Leonard Cohen

 

I’m Your Man by Alberto Manzano (Rockdelux (Spain): May 1988)

“A good song exists in very modest terms and also in Himalayan terms” Leonard Cohen

In “Everybody Knows,” there is a line that I found deeply moving, “Old Black Joe’s still picking cotton, for our buttons and our bows,” which seems to be a fairly heavy indictment of capitalism.

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Whatever grip capitalism has on its constituents, it seems to be a more benign grip than any of the other systems that people have thought out. So I would resist, although not with a tremendous amount of interest in the matter, having it serve an anti-capitalist program. I think that a good song exists in very modest terms and also in Himalayan terms. I mean, it’s a thing to get you through the dishes. It provides a sound-track for your courting and for your solitude. That’s the modest element. Then there is an element in song which provides deep comfort and deep solace and stimulation for the imagination and courage. You can’t use it for something as deliberate as a program. It could be, but it falls away. A good song slips away from its dogma.quotedown2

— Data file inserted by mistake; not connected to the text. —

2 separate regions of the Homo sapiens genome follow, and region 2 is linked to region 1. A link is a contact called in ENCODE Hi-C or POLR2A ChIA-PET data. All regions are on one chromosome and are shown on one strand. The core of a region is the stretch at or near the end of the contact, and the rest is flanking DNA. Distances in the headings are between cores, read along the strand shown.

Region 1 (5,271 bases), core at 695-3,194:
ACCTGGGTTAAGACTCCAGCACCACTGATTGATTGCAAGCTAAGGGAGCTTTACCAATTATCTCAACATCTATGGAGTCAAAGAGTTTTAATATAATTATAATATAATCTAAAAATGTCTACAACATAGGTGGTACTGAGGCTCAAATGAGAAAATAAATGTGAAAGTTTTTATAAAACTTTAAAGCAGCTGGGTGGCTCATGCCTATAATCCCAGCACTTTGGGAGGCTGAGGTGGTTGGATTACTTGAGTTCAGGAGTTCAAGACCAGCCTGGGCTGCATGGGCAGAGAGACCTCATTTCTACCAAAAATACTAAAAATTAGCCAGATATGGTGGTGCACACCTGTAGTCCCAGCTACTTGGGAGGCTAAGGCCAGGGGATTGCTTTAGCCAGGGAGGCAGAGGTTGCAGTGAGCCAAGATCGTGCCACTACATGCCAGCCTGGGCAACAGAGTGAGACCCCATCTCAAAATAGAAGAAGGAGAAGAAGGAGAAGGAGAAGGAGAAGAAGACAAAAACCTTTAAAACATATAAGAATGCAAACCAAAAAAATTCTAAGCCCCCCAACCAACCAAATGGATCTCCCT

Leonard Cohen

 

From Leonard Cohen:  Several Lifetimes Already by Cindy Bisaillon (Shambhala Sun, Jan, 1994). Originally posted Dec 16, 2013 at DrHGuy.com, a predecessor of Cohencentric

Video: Leonard Cohen’s Animated Performance Of Everybody Knows – Adelaide 2010

Featuring a musical conversation between Leonard Cohen and Javier Mas

Leonard Cohen – Everybody Knows
Adelaide  Nov 18, 2010
Video by alanm5049

For Comparison – The 2008 Newfoundland Version

As indicated by the screenshots, much of the introduction of Everybody Knows has become an extended musical conversation between Leonard Cohen and Javier Mas. This observation about the evolution of the performance and the impending end of the World Tour led to the posting of the 2008 version of the same song for comparison and contrast.

Leonard Cohen – Everybody Knows
St. John’s: May 27, 2008
Video from colinyetman

Note: Originally posted Nov 21, 2010 at 1HeckOfAGuy.com, a predecessor of Cohencentric

Hear Sigrid’s Cover Of Leonard Cohen’s Everybody Knows From Opening Credits Of The Justice League Soundtrack